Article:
Because Bethany’s friend has a crafty website, she sent me a bunch of crafting books as a thank you.  I really wasn’t expecting this at all.  It didn’t take much pondering on what to do with the books, as I have a good friend, Jennifer, whom I work with that makes hand crafted jewelry.  I left it on her desk, which completely took her off-guard.

She asked me if they were on loan, and I said absolutely not–they’re yours.  I’m just paying it forward.  To MY surprise, she came back shortly afterwards and showed me a beaded handkerchief holder she made inspired by the books.  Then, she gave me a necklace and earring set to give to my girlfriend.

My girlfriend was graduating soon, and I needed a really good present to give to her.  It very well could have been the best gift I’ve ever given. 

I had never intended to receive anything back from the little trinket I sent Bethany’s friend in need, and almost feel bad because the rewards I received were almost far greater than what I have given.  I take consolation ib knowing Jennifer will take those books and expand her knowledge, thus creating some awesome jewelry for others to use.  And my girlfriend graduated with her Master’s degree in style.

Isn’t it funny how things work out?

*For more from Henry, check out his blog.*

Keep em separated

Having gone through several events which are less than honorable, or difficult to talk about, or painful for others to come to terms with–divorce, bankruptcy, drug and alcohol addiction of those I love, to name a few–I’ve learned that those who truly love me share in sorrows and in joys, regardless of how well their opinions and beliefs mesh with my own. It’s easy to separate who truly loves me unconditionally from who is a fair-weather friend if I simply pay attention to their reactions to the big events–both good and bad–in my own life.

James and I dated for about a year and a half before we discovered last month that we were going to be parents together in November. This was not a planned event, and even though we were elated about the little life inside of me, we were also overwhelmed with the notion of our own plans and timelines being blown to bits with one piece of news. We adjusted and are going to be fine. What’s interesting, though, is that it has not been as easy an adjustment for others in our lives. Many people who should be closest to us will barely discuss it and seem ashamed of the reality which we accepted weeks ago.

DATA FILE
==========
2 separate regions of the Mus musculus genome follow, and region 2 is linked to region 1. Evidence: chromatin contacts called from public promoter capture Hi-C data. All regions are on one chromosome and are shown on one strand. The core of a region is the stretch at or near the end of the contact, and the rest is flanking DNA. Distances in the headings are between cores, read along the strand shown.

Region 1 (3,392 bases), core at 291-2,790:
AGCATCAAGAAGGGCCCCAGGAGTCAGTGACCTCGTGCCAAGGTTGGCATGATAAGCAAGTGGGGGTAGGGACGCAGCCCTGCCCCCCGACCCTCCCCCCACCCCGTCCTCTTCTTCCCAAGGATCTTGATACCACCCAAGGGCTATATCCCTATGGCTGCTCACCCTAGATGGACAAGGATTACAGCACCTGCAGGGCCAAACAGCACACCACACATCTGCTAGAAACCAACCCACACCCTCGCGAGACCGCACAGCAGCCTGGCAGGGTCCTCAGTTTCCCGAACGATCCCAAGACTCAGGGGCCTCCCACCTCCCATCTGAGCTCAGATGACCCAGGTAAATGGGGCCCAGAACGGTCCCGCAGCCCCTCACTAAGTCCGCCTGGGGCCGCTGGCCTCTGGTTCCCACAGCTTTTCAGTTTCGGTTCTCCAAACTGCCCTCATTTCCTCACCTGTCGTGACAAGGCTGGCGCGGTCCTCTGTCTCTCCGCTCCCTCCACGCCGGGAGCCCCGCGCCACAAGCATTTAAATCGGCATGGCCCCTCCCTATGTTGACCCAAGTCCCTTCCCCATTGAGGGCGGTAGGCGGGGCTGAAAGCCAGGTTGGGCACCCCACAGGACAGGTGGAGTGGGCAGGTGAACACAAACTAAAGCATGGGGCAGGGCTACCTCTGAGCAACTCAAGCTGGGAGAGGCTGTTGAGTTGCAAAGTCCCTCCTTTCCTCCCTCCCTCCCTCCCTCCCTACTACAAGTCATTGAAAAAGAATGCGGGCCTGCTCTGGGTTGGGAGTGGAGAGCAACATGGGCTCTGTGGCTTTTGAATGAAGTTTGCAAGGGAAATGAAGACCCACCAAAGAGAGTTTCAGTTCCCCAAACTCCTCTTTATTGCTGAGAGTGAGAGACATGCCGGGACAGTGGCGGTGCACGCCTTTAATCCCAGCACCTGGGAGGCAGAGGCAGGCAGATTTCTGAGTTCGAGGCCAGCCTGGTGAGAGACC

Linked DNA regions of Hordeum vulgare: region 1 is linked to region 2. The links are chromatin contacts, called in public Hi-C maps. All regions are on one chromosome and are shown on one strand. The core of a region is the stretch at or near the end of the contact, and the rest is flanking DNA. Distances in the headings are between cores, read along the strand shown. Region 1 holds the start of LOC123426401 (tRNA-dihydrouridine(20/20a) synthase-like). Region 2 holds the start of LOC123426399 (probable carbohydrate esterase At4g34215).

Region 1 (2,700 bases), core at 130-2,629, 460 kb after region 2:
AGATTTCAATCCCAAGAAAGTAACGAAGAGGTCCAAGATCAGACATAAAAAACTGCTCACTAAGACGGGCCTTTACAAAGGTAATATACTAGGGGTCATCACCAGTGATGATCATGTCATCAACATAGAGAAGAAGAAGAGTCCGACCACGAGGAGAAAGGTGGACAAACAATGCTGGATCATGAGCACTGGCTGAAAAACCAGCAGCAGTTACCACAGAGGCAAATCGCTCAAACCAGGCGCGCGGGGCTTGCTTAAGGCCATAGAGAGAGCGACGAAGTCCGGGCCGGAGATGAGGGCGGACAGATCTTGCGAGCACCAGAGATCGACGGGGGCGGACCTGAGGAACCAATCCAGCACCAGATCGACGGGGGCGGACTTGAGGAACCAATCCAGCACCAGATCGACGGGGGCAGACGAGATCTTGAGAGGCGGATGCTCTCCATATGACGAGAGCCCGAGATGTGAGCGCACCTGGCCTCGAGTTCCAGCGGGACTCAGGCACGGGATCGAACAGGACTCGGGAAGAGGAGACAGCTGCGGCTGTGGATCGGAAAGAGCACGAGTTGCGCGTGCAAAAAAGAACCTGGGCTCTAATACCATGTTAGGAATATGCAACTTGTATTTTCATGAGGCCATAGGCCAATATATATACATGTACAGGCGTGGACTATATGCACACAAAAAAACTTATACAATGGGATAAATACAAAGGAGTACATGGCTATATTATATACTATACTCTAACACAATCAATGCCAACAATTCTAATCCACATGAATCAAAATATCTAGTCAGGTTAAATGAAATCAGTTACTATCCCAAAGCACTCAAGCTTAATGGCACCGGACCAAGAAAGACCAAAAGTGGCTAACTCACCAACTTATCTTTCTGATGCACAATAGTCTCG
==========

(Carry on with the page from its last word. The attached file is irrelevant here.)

Rather than dwell on the people who have not been supportive or have been completely silent for various reasons, we choose to spend our time and energy on friendships with people who are actively  supportive, who share our joy, and who want the best for us. The result is a long list of people, gifts, cards, and hugs to be grateful for. By limiting contact with people who foster negativity and can’t seem to let go of their own pretenses, I’ve found that my life is more peaceful, full of forgiveness and love, and overflowing with gratitude.

I can’t wait to share this kind of life with our child.

 

A big day

Today will be a very big day for me.

In a little while, I’m going to share one of the most painful, personal moments of my life with anyone who’s interested in hearing about it via my personal blog. I have the oddest feeling this morning–it feels like fear mixed with courage.

Despite the actual experience and pain involved in the aftermath, and in spite of my fear of the unknown consequences of opening myself up to the world, I am incredibly grateful for the opportunity to share. I’m grateful for a friend who shared his story with me last week and prompted me to share my own. I’m grateful for the intricate, winding, uphill road that led me to today, fingers positioned on my keyboard, calm and ready to say what needs to be said.

I’m grateful God is the ultimate orchestrator of all of this, and I’m grateful that I’ve stepped down from my throne enough to recognize Him for Who He Is.

I feel like God’s whispering to me, “Now watch what I’m going to do with this. I told you, I’m making everything new.”

I’m watching.